SRJ Technologies advances hydrogen-compatible pipe technologies

SRJ Technologies ASX hydrogen compatible pipe technologies energy Corrosion Centre Curtin University
SRJ Technologies has kicked off its development project with Curtin University and SixDe.

Specialised engineering firm SRJ Technologies Group (ASX: SRJ) has made further progress with the development of hydrogen-compatible pipe technology.

The company announced a partnership with Curtin University and precision machining firm SixDe in September to develop new weld-free coupling technology to enable pipelines to meet the requirements of the emerging hydrogen industry.

The project has now kicked off with a detailed analysis of the future hydrogen market and the demand for leak sealing, mechanical connectors, isolation, repair and integrity solutions that can deal with the complexities of handling hydrogen.

While focusing on the proof of concept, manufacturing and commercialisation of the weld-free coupling technology, the project will also investigate the technology and demand for asset integrity solutions for non-metallic pipework and pipeline applications.

The project is scheduled for completion in the first quarter of 2023.

Curtin University’s world-class Corrosion Centre will play a key role in the investigation and testing of SRJ’s emerging hydrogen-compliant products. The centre conducts high-quality research in corrosion and materials related to the petroleum, mining, chemical processing, defence, maritime, automotive and biomedical industries.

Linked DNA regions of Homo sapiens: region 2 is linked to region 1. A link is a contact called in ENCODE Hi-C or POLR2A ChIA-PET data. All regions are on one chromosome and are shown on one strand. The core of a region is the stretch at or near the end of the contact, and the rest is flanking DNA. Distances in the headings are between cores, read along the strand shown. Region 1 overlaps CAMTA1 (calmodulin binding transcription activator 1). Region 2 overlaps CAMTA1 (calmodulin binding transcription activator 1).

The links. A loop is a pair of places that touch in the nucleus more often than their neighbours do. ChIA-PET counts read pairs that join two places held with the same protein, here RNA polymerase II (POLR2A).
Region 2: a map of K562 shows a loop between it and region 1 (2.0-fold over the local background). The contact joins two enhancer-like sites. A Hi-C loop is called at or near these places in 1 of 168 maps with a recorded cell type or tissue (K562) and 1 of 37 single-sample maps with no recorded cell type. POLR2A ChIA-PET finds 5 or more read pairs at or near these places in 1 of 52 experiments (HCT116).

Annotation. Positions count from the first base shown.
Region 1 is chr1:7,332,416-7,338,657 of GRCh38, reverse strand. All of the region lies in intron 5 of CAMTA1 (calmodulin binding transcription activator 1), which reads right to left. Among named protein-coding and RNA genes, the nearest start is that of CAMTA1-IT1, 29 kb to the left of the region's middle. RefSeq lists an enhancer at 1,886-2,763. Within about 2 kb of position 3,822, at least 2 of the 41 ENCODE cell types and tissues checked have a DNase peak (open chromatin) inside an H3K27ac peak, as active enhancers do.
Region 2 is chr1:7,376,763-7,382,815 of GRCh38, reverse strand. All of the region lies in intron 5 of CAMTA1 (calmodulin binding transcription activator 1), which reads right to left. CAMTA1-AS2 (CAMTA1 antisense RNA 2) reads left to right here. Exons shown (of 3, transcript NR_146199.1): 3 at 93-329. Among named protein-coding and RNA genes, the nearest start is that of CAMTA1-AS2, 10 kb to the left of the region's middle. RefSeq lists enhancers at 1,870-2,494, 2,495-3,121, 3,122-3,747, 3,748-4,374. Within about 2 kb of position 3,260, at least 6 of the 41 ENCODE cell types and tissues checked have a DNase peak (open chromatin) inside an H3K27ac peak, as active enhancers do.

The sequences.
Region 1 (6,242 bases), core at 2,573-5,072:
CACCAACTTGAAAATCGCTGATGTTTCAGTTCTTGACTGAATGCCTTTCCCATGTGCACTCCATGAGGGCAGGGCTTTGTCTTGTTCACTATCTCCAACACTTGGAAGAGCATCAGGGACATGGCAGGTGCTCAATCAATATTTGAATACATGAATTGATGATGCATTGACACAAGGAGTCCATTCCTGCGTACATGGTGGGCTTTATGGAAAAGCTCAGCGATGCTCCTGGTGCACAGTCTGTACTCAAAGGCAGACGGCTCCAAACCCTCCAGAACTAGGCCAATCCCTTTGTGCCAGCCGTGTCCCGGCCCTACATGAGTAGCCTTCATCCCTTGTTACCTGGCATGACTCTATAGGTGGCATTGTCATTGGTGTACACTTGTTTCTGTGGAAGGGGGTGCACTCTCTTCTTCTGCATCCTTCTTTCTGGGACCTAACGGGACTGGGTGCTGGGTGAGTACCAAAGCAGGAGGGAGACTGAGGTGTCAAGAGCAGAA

New technology to overcome challenges of storing and transporting hydrogen

Hydrogen is emerging as a significant player in the global revolution to convert to low-carbon energy systems.

Although, this has highlighted challenges around the storage and transport of hydrogen gas and other hydrogen-bearing compounds. In some circumstances, this has been shown to cause hydrogen embrittlement or cracking in the welds of transmission pipelines.

Pure hydrogen is the smallest molecule on the periodic table and as such, has containment challenges as it can readily pass through certain materials. A hydrogen-based energy system will therefore contest the norms for maintenance and repair to ensure security of supply.

SRJ chief executive officer Alexander Wood said the company is positioning itself as a ‘first mover’ in this technologically demanding market.

“We are excited to have commenced this project and at the extended market opportunities it will bring.”

“We also see our partnership with Curtin University’s Corrosion Centre as critical to validate our developed intellectual property (IP) for this global emerging market,” he added.

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